Among the other reasons listed by Jaishankar for the growing scale of the terrorist threat were advancements in technology that terrorists “access more readily than law enforcement and security systems”, resurgence of radical ideologies and their more seamless spread, along with motivational messages, inter-penetration and inter-dependence of globalisation that “opens up new vulnerabilities, including in financial transactions”, and greater competition among states that is exploited by terrorists, including the emergence of ungoverned and under-governed spaces.

Though Jaishankar did not cite any specific ungoverned spaces, concern has increased in India about the use of Afghanistan’s territory by groups such as the LeT, JeM and Islamic State-Khorasan Province since the Taliban takeover of Kabul last year.

He said a key challenge was that “while the bad guys think global and lateral, the good guys still think national and vertical”. In this context, it is essential to encourage a “whole of the government” approach at home and a “whole of the world’’ approach abroad, he pointed out.

Terror groups are also quickly adopting and misusing new financial technologies, such as blockchain technology, crypto-currency, and digital crowd-sourcing. Fake charities and non-profit organisations too are frequent sources of terror financing, he said.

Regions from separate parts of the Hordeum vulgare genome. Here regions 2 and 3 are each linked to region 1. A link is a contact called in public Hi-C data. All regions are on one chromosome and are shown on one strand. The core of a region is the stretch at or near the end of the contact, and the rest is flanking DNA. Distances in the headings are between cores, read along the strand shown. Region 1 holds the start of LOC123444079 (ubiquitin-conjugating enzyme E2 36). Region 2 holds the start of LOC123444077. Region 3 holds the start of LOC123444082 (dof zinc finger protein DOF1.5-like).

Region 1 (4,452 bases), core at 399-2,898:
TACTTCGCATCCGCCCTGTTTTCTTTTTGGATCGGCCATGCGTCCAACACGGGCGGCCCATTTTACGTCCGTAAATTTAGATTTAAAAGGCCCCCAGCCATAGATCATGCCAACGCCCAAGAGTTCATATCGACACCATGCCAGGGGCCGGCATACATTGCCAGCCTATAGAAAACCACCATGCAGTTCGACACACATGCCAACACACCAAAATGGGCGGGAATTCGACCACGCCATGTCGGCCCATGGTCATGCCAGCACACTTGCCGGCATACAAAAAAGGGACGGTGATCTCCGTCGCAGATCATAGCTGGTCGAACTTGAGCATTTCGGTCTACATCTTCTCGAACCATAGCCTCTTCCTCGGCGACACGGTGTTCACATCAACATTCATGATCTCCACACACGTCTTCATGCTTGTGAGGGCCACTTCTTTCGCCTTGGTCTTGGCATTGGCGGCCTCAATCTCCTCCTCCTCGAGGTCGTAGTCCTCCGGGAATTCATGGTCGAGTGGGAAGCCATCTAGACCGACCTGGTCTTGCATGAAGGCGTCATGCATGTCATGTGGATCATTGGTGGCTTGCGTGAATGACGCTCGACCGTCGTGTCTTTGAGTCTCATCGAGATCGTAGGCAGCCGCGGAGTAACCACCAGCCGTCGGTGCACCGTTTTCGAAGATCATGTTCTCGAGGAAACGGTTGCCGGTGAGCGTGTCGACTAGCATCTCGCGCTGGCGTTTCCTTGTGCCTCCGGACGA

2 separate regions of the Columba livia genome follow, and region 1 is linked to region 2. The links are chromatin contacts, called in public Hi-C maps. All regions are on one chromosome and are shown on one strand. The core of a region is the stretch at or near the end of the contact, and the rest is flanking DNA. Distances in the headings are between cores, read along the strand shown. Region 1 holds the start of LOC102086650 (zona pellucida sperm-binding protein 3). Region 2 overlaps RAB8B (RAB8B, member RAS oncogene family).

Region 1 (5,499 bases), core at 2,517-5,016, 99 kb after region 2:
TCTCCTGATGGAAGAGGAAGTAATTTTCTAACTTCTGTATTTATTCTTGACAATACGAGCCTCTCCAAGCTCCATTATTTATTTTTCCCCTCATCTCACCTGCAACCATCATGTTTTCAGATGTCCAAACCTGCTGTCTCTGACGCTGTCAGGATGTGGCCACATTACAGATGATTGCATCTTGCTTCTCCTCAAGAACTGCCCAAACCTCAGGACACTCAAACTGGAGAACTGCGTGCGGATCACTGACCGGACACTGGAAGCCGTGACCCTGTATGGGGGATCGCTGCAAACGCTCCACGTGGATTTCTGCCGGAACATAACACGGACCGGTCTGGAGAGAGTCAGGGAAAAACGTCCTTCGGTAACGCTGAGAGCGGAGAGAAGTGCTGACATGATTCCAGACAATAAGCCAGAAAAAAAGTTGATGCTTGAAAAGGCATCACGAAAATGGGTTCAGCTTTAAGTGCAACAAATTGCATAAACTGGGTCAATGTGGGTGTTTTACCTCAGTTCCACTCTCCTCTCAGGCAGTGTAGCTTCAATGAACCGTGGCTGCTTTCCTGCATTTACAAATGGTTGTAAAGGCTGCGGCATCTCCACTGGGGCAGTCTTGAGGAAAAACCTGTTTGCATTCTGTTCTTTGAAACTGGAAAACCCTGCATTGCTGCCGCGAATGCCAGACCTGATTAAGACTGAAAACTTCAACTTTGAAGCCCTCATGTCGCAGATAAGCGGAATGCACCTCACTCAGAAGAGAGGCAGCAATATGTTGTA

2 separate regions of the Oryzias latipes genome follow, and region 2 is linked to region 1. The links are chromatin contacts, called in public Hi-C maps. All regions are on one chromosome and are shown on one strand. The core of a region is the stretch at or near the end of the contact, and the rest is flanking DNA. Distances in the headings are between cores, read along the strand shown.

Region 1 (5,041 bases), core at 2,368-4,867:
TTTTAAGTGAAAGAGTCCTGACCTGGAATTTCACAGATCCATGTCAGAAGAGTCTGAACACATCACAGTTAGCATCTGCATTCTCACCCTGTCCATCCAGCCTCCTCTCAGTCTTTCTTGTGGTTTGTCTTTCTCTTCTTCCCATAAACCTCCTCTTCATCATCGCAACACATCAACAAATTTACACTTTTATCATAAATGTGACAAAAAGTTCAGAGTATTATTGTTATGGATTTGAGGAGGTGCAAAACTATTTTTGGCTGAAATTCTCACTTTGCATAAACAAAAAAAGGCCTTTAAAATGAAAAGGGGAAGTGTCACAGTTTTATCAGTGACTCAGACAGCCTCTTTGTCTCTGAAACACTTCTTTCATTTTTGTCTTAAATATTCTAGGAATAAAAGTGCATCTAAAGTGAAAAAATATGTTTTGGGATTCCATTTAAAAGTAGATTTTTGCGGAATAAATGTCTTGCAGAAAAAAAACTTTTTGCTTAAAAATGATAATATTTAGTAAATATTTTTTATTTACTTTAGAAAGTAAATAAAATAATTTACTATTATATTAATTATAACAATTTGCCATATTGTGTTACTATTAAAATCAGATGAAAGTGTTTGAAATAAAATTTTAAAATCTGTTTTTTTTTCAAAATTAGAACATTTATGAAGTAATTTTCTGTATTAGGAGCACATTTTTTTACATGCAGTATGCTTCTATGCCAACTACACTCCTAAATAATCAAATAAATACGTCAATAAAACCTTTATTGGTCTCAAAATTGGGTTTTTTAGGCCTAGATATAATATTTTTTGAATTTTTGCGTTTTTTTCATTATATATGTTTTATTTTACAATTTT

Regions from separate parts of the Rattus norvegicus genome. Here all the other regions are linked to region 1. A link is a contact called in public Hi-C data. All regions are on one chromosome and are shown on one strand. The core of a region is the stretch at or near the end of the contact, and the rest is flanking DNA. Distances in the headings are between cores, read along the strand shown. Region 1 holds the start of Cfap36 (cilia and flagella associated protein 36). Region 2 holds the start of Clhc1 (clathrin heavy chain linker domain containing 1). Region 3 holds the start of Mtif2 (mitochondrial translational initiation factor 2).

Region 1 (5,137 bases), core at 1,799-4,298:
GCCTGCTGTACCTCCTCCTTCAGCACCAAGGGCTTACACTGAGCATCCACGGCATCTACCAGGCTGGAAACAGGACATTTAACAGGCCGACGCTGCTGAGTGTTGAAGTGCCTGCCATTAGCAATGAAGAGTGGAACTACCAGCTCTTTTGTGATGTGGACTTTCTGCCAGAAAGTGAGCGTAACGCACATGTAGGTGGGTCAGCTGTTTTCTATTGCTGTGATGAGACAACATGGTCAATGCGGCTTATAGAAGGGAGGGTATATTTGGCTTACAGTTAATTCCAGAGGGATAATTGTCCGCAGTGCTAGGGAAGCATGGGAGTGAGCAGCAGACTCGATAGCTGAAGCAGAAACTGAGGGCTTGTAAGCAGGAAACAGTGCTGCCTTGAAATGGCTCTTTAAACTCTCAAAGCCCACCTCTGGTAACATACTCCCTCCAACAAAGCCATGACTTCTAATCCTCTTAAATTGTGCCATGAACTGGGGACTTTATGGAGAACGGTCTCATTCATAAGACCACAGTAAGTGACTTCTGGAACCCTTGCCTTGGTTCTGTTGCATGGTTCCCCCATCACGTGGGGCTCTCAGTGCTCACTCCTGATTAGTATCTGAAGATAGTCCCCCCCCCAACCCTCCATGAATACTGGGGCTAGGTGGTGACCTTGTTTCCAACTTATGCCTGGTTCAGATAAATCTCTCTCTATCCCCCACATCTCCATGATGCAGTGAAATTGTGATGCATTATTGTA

Among the practical steps outlined by Jaishankar for ensuring collective against terrorists was sharing of real-time information, exchange of evidence and witness statements, and adopting effective procedures for bringing terrorists to justice through prosecution or extradition.

He also called for freezing of the financial assets of terror groups, preventing the movement of terrorists through territories of countries, preventing the supply of all types of arms and related material to them, and providing full cooperation to the states where or against whose citizens terrorist acts are committed.

India, with like-minded partners, will remain committed to highlight the existential threats that terrorism poses to global security and stability. “We will shine the spotlight on this peril – and all those involved in nurturing and furthering it,” he said.

India has focused on counter-terrorism as it comes to the end of a two-year stint at the UN Security Council. Besides hosting the No Money For Terror meeting, India also held a special meeting of the UN Counter-Terrorism Committee in New Delhi last month. Jaishankar said the No Money For Terror platform aims to broad-base the “big fight against terror financing”.

On December 15, under India’s presidency of the UN Security Council, the country will organise a briefing on “Threats to International Peace and Security caused by Terrorist Acts: Global Approach to Counter Terrorism – Challenges and Way Forward” in New York.

India is gearing up for its mutual evaluation under the Financial Action Task Force (FATF) and is focused on upgrading its financial intelligence network with new technology. Jaishankar said India will also continue its efforts during its presidency of G20 and SCO to build global cooperation on counter-terrorism.